Thursday, 20 June 2013

Richard Avedon

Richard Avedon - May 1923 - October 2004

Richard Avedon was an American fashion and portrait photographer born in New York City.  His interest in photography came about when he joined his local YMHA (young men's hebrew association) camera club and his first camera was the family Kodak Box Brownie.

He used photography to escape his personal life where his father was a strict disciplinarian.  He used his younger sister Louise as a model as she was very beautiful.  Louise struggled in her teenage years and was given psychiatric treatment she was eventually diagnosed with schizophrenia.  These early influences of fashion and family shaped his life and career through his love of capturing the tragic beauty in an image.

Tilda Swinton

In 1944 Avedon began working as an advertising photographer for a deoartment store but was quickly discovered by Alexey Brodovitch, who was the Art Director of Harper's Bazaar.  Lilian Bassman also promoted Avedon's career at Harpers and in 1945 his images started appearing in Junior Bazaar and a year later in Bazaar itself.

By 1946 Avedon had set up his own studio and was providing images to magazines such as Vogue and Life.  He then progressed to Chief Photographer at Bazaar.  In 1952 he became Staff Editor and Photographer for Theatre Arts Magazine.  Avedon liked to show his fashion models full of emotion, smiling, laughing and many times in action.  Towards the end of the 50s he became dissatisfied with daylight photography and open air locations and turned to studio photography using strobe lighting.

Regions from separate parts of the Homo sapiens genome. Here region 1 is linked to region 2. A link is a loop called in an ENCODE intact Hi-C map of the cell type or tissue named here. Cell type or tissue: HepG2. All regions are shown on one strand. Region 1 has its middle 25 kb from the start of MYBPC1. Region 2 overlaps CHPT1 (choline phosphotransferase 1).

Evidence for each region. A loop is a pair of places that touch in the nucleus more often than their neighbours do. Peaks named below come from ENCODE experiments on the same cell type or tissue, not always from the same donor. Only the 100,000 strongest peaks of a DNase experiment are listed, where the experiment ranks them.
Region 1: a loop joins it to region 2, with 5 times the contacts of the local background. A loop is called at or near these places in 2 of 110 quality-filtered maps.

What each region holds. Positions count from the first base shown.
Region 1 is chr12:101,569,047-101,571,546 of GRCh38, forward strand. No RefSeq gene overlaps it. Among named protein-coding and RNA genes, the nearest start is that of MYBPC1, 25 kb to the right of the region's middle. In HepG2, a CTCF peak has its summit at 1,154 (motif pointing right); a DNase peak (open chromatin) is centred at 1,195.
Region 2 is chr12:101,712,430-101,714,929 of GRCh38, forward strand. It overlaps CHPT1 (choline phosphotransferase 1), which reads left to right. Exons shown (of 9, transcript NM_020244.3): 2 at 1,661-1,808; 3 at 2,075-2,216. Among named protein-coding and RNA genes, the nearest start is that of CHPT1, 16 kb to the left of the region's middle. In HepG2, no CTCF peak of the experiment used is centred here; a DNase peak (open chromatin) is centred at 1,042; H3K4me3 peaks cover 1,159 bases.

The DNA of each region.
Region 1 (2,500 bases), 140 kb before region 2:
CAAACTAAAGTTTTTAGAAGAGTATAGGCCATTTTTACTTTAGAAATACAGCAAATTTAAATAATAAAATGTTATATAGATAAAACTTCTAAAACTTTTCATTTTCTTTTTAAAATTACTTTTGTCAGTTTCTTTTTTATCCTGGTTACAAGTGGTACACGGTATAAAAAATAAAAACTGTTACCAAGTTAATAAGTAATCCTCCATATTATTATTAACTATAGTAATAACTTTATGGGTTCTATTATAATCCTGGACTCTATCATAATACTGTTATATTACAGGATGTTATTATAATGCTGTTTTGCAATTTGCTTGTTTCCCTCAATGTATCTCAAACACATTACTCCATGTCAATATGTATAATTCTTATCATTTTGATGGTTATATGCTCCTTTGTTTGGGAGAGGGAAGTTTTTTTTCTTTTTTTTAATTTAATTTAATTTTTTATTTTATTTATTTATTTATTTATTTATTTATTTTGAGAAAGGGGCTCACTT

He has photographed campaigns for Gianni Versace, Calvin Klein and Revlon amongst others and he has also shot for numerous rock bands including The Beatles and ELO.

Paul McCartney

Avedon was always interested in how portraiture captures the personality of the subject.  As his reputation as a photographer grew, he brought in numerous famous faces to his studio and photographed them with his large format camera, these included Buster Keaton, Marilyn Monroe and Andy Warhol.  His portraits are immediately recognisable by their minimalist style, the person is looking square into the camera and posed in front of a white background.

Marilyn Monroe

He would provoke reactions from his subjects by asking them uncomfortable questions or psychologically probing questions.  In doing this he produced images revealing aspects of his subjects character and personality that were not captured by others.  

Avedon worked right up until his death in 2004.  He died of a brain hemorrhage whilst shooting an assignment for The New Yorker.  At the time of his death he was also working on a new project titled Democracy to focus on the run up to the 2004 US Presidential election. 

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